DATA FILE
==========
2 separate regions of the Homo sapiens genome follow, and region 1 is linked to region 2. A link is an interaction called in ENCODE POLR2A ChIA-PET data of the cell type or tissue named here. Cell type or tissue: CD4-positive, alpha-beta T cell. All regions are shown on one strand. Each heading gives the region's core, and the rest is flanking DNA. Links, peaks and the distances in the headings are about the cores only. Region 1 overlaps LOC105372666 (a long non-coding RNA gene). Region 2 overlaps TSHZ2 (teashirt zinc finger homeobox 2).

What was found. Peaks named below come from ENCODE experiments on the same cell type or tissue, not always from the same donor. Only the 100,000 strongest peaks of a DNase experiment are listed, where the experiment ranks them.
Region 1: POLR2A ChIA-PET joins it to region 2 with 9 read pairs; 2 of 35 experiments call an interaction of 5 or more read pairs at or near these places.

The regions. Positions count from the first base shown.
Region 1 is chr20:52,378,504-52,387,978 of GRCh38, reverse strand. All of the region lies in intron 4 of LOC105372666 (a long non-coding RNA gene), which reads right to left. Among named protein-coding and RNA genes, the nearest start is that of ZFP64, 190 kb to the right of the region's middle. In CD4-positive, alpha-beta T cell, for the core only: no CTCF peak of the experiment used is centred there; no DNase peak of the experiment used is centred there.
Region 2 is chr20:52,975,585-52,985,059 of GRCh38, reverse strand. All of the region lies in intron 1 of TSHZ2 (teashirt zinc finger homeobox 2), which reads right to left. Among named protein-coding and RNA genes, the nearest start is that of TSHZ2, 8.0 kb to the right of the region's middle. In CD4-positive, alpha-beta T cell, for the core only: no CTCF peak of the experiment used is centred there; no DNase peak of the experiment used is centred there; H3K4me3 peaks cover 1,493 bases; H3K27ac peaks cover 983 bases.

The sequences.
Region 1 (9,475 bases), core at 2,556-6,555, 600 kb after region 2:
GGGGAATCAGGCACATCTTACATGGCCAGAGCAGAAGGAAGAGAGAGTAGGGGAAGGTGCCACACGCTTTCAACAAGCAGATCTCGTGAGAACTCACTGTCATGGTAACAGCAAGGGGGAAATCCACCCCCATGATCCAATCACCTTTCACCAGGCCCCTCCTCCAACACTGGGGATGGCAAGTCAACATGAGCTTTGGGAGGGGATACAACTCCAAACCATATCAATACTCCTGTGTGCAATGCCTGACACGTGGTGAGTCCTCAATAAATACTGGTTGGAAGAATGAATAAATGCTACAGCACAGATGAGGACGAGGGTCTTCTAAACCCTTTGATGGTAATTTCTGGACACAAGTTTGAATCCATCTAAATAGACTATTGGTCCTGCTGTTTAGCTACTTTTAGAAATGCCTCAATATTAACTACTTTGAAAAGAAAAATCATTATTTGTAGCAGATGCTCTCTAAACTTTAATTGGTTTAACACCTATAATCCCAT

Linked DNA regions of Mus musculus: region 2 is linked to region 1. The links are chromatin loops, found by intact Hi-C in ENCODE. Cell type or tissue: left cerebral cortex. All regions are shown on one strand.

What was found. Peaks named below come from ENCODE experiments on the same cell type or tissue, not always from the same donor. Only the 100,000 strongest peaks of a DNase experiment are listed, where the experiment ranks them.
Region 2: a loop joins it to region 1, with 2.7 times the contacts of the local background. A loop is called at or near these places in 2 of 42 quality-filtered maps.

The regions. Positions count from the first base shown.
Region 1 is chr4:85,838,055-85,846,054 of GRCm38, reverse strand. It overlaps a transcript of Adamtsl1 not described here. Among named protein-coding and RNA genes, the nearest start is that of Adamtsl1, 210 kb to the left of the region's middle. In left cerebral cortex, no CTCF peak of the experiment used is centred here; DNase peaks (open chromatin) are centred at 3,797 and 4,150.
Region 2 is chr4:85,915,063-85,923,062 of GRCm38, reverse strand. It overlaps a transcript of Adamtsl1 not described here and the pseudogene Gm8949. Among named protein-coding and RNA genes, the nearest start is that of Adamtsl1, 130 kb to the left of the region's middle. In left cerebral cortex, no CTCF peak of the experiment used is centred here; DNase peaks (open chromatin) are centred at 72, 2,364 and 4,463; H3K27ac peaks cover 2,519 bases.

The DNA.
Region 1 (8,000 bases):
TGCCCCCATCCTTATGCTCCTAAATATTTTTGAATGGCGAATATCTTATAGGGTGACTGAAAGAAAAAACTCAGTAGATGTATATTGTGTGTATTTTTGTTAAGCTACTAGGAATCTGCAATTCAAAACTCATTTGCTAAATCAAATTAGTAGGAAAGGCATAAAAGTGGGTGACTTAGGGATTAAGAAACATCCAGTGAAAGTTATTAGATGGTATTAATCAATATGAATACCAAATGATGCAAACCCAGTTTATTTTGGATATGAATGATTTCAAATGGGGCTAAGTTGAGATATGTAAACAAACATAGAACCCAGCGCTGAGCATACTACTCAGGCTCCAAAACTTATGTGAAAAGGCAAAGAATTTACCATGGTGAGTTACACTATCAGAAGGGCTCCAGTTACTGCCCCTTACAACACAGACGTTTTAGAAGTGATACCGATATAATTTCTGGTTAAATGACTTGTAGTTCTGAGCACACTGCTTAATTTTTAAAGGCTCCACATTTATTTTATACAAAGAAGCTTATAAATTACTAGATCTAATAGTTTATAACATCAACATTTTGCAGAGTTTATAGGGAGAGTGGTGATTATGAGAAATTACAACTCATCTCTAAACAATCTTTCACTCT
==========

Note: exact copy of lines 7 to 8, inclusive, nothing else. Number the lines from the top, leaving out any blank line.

The sequences.
Region 1 (9,475 bases), core at 2,556-6,555, 600 kb after region 2: